The History of Office of Sheriff
The Office of Sheriff in Texas was created by the Texas Constitution. There are 254 Counties in Texas and each county has a Sheriff. By statutes, the Sheriff is a Texas peace officer, a conservator of the peace, enforces the criminal laws of the State, and is responsible for the county jail, bail bonds, civil process, and security of the courts. In some small counties the Sheriff is also the tax collector.
The Office of Sheriff is one of the oldest offices known to our system of jurisprudence. Sheriffs are elected to office and serve for a four-year term. The size of Texas Sheriff's offices are as diverse as the population of their counties.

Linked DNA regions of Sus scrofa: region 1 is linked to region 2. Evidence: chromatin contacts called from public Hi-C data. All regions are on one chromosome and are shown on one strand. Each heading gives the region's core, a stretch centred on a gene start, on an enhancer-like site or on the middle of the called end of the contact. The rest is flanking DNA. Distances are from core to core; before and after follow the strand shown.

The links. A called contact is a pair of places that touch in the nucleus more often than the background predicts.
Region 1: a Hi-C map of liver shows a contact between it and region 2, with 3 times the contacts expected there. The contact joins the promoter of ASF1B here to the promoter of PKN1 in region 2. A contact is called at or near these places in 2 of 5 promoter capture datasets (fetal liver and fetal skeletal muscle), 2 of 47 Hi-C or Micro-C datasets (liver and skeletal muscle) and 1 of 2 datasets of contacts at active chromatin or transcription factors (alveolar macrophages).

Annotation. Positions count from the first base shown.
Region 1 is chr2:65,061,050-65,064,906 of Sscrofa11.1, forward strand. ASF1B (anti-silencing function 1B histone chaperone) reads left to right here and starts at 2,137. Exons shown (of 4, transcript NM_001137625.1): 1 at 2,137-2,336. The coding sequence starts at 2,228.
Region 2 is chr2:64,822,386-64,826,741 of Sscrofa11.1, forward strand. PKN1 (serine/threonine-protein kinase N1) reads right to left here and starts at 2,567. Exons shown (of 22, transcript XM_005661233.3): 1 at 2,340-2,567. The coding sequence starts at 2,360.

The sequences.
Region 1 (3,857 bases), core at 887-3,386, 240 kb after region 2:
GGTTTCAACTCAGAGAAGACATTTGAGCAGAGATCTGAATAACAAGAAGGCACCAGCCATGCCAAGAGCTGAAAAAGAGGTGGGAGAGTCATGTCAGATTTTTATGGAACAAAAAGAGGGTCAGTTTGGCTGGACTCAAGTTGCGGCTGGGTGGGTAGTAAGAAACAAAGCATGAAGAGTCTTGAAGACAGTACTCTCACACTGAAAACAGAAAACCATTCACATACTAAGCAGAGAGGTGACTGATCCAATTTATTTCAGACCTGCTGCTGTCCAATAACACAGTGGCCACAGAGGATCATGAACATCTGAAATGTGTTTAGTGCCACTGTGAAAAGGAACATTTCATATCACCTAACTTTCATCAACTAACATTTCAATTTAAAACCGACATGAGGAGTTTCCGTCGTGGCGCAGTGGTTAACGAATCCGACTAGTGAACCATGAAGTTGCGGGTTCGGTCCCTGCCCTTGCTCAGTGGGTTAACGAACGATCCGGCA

The preamble of the first meeting: "That we, as Sheriffs, have assembled in convention for no political purpose whatsoever, but for the purpose of more successfully aiding each other as officers, to execute the laws, in the discharge of our duties against criminals, and for the further and better protection of the citizens of our respective counties and the State at large."
The goal and mission of the Association remains the same today.